Bloody Thursday (1960 körül)

Dóra Maurer (1937)



21 x 27 cm




1,200 USD


Signed bottom right: Maurer.; Signed bottom left: Vérvörös csütörtök


Dóra Maurer is a leading figure of the Hungarian neo-avant-garde generation and an internationally renowned artist. Between 1955 and 1961 she studied graphic art at the Hungarian Academy of Fine Arts, where her master was Gyula Hincz. Her early etchings were influenced by the German Expressionism of the 1920s, Gyula Derkovits, Béla Uitz and the Berlin school of Neue Sachlichkeit. In her Blood-red Thursday, Maurer depicts the mass demonstration in Budapest on 23 May 1912, which was brutally dispersed by the police and soldiers who were called out. The event is named after the number of dead and wounded. According to art historian Emese Révész, the jury's head of the Képcsarnok, Magdolna Supka, found it too grotesque and had 32 heads redrawn. Already in this etching, Maurer plays with the different surfaces, see the wooden frame of the protest sign, the almost op-art-like top of the man sitting with his back to the right. Below him, as if the seamstress known from the Uitz etchings is burying her face in her arms, in the middle is the boy holding the Work, Bread! sign, who could be a character from Les Misérables. Among her peers, Béla Kondor's Soviet Republic series and Tamás Major's etchings show a kinship. Maurer's expressionist experimental etchings were on the borderline of formal art. Her eight-page diploma work (Everydays, 1961) was rejected by the examining board for being too modern, and she did not receive a diploma. 


Maurer saw etching as a medium. Her works after college are characterised by an unusual treatment of the surface of the copper plate, the development of particular textures and the richness of the surface, created by multiple etching, the imprinting of foreign materials, and the layering of different textures in a montage. The surfaces of her etchings are not lines, but biomorphic formations, which make Mauerer's work akin to the Surrealists and the bioromanticism of Ernő Kállai. In 1963 she went on a study trip to Italy. Her etchings Fiore (1963-1964), Pompeii (1964) and Metamorphosis are linked to this memory and experience. Maurer's so-called 'psychorealistic' period came to an end in the mid-1960s. The range of her tools was expanded: collages, various applications (e.g. hair), folds and surfaces covering drawings appeared in her etchings (e.g. PB O, Mountain and Man, 1969).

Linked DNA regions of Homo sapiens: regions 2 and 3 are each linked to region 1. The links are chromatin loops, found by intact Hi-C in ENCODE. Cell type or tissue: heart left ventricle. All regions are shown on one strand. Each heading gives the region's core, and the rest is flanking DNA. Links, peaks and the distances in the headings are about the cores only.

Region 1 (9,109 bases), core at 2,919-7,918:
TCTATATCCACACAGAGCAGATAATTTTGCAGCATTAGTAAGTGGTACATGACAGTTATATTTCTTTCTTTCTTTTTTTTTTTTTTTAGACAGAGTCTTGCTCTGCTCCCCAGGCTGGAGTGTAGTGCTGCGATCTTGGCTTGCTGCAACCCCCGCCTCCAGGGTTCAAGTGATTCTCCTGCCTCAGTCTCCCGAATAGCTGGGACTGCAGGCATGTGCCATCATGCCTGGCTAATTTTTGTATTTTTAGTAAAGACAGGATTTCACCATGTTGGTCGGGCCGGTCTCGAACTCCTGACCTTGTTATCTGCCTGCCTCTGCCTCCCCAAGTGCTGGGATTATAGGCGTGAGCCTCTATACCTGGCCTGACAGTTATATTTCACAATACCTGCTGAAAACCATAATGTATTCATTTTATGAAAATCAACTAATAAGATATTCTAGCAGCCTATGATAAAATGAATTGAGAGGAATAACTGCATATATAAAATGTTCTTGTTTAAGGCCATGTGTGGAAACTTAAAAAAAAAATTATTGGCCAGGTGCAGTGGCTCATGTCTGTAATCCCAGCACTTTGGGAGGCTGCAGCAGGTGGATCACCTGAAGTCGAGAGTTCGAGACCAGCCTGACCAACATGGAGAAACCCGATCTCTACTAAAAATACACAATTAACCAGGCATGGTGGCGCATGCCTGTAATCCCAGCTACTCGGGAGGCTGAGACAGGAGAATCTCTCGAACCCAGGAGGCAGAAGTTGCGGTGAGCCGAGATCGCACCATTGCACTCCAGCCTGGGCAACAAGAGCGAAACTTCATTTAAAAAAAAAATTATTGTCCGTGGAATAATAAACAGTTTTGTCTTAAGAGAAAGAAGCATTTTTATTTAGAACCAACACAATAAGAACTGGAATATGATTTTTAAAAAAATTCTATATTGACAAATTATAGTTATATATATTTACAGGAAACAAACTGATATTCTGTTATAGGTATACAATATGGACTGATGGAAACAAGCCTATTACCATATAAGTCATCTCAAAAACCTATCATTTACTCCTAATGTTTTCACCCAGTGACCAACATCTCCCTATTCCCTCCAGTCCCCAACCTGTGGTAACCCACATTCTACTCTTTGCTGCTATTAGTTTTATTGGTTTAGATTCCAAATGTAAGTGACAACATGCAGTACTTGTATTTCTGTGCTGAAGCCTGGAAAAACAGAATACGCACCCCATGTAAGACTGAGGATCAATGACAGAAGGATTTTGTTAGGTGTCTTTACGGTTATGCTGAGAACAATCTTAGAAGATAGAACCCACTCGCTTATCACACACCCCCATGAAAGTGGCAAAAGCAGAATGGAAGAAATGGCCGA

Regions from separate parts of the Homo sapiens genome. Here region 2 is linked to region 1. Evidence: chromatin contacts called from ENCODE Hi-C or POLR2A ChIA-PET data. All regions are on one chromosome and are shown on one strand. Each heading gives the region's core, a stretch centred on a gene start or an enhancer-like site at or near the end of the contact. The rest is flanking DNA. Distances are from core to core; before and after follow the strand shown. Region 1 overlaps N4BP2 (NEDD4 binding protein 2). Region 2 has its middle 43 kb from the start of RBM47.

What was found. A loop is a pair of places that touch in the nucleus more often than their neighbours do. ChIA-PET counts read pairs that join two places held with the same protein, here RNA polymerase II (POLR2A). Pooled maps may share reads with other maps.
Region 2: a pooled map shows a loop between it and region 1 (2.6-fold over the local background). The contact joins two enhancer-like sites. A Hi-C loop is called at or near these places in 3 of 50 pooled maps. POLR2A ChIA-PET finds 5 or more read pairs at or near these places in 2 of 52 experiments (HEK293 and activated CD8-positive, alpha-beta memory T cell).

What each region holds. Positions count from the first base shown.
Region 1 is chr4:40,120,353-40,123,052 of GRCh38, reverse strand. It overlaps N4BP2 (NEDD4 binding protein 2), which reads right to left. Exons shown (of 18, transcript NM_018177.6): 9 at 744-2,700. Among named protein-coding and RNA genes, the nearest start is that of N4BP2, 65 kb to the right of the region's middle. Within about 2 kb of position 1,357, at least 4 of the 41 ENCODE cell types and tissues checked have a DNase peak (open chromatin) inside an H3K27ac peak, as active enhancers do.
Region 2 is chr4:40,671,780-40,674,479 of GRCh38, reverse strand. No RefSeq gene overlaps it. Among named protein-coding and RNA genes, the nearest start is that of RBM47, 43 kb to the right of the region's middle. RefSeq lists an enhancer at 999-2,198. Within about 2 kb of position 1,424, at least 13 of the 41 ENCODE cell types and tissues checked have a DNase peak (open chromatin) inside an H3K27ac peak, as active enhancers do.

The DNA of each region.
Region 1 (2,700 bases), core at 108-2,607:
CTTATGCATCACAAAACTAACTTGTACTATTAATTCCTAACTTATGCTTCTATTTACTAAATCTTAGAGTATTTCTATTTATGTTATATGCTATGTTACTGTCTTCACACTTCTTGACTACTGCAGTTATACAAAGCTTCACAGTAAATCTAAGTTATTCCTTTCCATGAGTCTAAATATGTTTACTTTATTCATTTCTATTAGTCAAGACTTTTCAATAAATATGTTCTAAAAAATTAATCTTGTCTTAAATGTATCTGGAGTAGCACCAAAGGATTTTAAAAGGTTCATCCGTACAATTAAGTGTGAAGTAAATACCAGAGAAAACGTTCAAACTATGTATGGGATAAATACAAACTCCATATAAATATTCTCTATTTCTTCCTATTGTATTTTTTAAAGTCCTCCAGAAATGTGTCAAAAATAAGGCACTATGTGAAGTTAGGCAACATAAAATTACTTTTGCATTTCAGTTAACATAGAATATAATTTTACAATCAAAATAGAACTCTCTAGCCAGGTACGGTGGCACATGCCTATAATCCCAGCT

Around 1970, a turning point in Maurer's work occurred: instead of the representation etched on the plate, the process and action of the print itself, as well as the print as document, became the focus of her artistic experiments. Between 1975-77, she held visuality workshops at Ganz-MÁVAG with Miklós Erdély under the title of "Exercises in Creativity". Between 1981 and 1983 she led a photography and film course (InDiGó group) at the Museum of Fine Arts. From the 1980s onwards, colour and space became the focus of her interest, while from the 1990s painting dominated, and she was concerned with the problems of the curved plane and space. In 2002, Dóra Maurer and Tibor Gáyor had an exhibition at the Municipal Art Museum in Győr, Hungary. In 2019, the Tate Modern in London presented 35 of her works, in 2022, Vienna's second largest building, the Ringturm, was completely covered by a Maurer painting.

Related Themes

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(1880 - 1980)

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